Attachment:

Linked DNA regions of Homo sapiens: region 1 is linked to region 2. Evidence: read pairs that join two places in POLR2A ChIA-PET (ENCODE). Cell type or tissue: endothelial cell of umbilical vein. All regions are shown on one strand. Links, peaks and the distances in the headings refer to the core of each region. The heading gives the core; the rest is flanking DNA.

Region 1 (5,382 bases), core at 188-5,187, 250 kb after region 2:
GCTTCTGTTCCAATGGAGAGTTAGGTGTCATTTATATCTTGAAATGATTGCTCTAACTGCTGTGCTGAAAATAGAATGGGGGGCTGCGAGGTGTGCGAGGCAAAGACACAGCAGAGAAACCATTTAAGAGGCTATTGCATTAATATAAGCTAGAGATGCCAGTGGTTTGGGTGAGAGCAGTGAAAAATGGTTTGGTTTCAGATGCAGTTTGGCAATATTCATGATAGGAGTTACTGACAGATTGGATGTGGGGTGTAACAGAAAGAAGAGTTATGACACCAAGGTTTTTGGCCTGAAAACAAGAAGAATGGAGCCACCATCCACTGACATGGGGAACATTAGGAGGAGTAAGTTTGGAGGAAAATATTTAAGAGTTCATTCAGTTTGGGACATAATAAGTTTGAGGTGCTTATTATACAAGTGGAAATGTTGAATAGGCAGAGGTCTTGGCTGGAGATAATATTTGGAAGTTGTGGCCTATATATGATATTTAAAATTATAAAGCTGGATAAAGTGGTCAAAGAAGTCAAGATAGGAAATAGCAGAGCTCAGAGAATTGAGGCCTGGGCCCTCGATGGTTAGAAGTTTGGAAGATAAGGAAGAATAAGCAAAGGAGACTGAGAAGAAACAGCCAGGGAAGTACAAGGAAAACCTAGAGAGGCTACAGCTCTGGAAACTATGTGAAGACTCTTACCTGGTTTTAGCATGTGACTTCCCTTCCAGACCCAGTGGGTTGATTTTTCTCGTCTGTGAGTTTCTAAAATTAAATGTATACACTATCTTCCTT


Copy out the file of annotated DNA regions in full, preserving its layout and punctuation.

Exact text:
Linked DNA regions of Homo sapiens: region 1 is linked to region 2. Evidence: read pairs that join two places in POLR2A ChIA-PET (ENCODE). Cell type or tissue: endothelial cell of umbilical vein. All regions are shown on one strand. Links, peaks and the distances in the headings refer to the core of each region. The heading gives the core; the rest is flanking DNA.

Region 1 (5,382 bases), core at 188-5,187, 250 kb after region 2:
GCTTCTGTTCCAATGGAGAGTTAGGTGTCATTTATATCTTGAAATGATTGCTCTAACTGCTGTGCTGAAAATAGAATGGGGGGCTGCGAGGTGTGCGAGGCAAAGACACAGCAGAGAAACCATTTAAGAGGCTATTGCATTAATATAAGCTAGAGATGCCAGTGGTTTGGGTGAGAGCAGTGAAAAATGGTTTGGTTTCAGATGCAGTTTGGCAATATTCATGATAGGAGTTACTGACAGATTGGATGTGGGGTGTAACAGAAAGAAGAGTTATGACACCAAGGTTTTTGGCCTGAAAACAAGAAGAATGGAGCCACCATCCACTGACATGGGGAACATTAGGAGGAGTAAGTTTGGAGGAAAATATTTAAGAGTTCATTCAGTTTGGGACATAATAAGTTTGAGGTGCTTATTATACAAGTGGAAATGTTGAATAGGCAGAGGTCTTGGCTGGAGATAATATTTGGAAGTTGTGGCCTATATATGATATTTAAAATTATAAAGCTGGATAAAGTGGTCAAAGAAGTCAAGATAGGAAATAGCAGAGCTCAGAGAATTGAGGCCTGGGCCCTCGATGGTTAGAAGTTTGGAAGATAAGGAAGAATAAGCAAAGGAGACTGAGAAGAAACAGCCAGGGAAGTACAAGGAAAACCTAGAGAGGCTACAGCTCTGGAAACTATGTGAAGACTCTTACCTGGTTTTAGCATGTGACTTCCCTTCCAGACCCAGTGGGTTGATTTTTCTCGTCTGTGAGTTTCTAAAATTAAATGTATACACTATCTTCCTT